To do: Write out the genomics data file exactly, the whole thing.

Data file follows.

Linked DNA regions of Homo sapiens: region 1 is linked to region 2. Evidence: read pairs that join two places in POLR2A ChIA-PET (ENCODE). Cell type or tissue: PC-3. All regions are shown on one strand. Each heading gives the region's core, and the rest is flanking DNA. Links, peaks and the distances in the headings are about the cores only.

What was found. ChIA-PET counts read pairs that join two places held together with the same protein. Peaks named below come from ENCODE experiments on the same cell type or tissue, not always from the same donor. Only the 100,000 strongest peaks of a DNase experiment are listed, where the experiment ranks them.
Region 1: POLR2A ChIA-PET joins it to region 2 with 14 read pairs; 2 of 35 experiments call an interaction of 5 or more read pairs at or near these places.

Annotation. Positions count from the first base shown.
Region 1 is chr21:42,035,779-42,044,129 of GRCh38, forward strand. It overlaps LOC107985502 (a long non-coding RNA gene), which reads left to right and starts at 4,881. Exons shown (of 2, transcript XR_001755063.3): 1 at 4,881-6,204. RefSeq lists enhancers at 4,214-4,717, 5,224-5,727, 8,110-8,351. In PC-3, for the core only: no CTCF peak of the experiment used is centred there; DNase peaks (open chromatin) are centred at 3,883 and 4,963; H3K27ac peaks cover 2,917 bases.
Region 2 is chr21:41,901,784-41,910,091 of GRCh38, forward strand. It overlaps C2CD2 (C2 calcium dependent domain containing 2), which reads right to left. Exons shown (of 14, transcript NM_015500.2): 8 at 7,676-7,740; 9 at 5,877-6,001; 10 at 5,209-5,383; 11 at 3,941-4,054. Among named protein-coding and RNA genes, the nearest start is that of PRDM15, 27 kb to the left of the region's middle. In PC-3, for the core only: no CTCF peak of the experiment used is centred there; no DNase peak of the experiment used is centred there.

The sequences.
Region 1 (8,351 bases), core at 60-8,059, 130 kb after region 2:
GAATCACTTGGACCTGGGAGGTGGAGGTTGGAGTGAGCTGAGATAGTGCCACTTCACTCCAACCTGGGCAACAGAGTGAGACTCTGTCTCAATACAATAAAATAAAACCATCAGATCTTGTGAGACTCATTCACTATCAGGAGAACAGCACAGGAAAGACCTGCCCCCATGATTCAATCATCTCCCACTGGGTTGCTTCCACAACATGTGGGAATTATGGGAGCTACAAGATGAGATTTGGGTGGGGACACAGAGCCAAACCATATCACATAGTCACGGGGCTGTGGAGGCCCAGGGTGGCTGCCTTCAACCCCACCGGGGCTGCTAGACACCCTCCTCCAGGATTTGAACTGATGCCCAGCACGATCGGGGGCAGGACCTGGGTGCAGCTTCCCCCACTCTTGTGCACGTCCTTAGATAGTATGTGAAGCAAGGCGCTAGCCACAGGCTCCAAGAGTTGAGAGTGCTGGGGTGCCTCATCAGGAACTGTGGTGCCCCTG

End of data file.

Linked DNA regions of Homo sapiens: region 1 is linked to region 2. Evidence: read pairs that join two places in POLR2A ChIA-PET (ENCODE). Cell type or tissue: PC-3. All regions are shown on one strand. Each heading gives the region's core, and the rest is flanking DNA. Links, peaks and the distances in the headings are about the cores only.

What was found. ChIA-PET counts read pairs that join two places held together with the same protein. Peaks named below come from ENCODE experiments on the same cell type or tissue, not always from the same donor. Only the 100,000 strongest peaks of a DNase experiment are listed, where the experiment ranks them.
Region 1: POLR2A ChIA-PET joins it to region 2 with 14 read pairs; 2 of 35 experiments call an interaction of 5 or more read pairs at or near these places.

Annotation. Positions count from the first base shown.
Region 1 is chr21:42,035,779-42,044,129 of GRCh38, forward strand. It overlaps LOC107985502 (a long non-coding RNA gene), which reads left to right and starts at 4,881. Exons shown (of 2, transcript XR_001755063.3): 1 at 4,881-6,204. RefSeq lists enhancers at 4,214-4,717, 5,224-5,727, 8,110-8,351. In PC-3, for the core only: no CTCF peak of the experiment used is centred there; DNase peaks (open chromatin) are centred at 3,883 and 4,963; H3K27ac peaks cover 2,917 bases.
Region 2 is chr21:41,901,784-41,910,091 of GRCh38, forward strand. It overlaps C2CD2 (C2 calcium dependent domain containing 2), which reads right to left. Exons shown (of 14, transcript NM_015500.2): 8 at 7,676-7,740; 9 at 5,877-6,001; 10 at 5,209-5,383; 11 at 3,941-4,054. Among named protein-coding and RNA genes, the nearest start is that of PRDM15, 27 kb to the left of the region's middle. In PC-3, for the core only: no CTCF peak of the experiment used is centred there; no DNase peak of the experiment used is centred there.

The sequences.
Region 1 (8,351 bases), core at 60-8,059, 130 kb after region 2:
GAATCACTTGGACCTGGGAGGTGGAGGTTGGAGTGAGCTGAGATAGTGCCACTTCACTCCAACCTGGGCAACAGAGTGAGACTCTGTCTCAATACAATAAAATAAAACCATCAGATCTTGTGAGACTCATTCACTATCAGGAGAACAGCACAGGAAAGACCTGCCCCCATGATTCAATCATCTCCCACTGGGTTGCTTCCACAACATGTGGGAATTATGGGAGCTACAAGATGAGATTTGGGTGGGGACACAGAGCCAAACCATATCACATAGTCACGGGGCTGTGGAGGCCCAGGGTGGCTGCCTTCAACCCCACCGGGGCTGCTAGACACCCTCCTCCAGGATTTGAACTGATGCCCAGCACGATCGGGGGCAGGACCTGGGTGCAGCTTCCCCCACTCTTGTGCACGTCCTTAGATAGTATGTGAAGCAAGGCGCTAGCCACAGGCTCCAAGAGTTGAGAGTGCTGGGGTGCCTCATCAGGAACTGTGGTGCCCCTG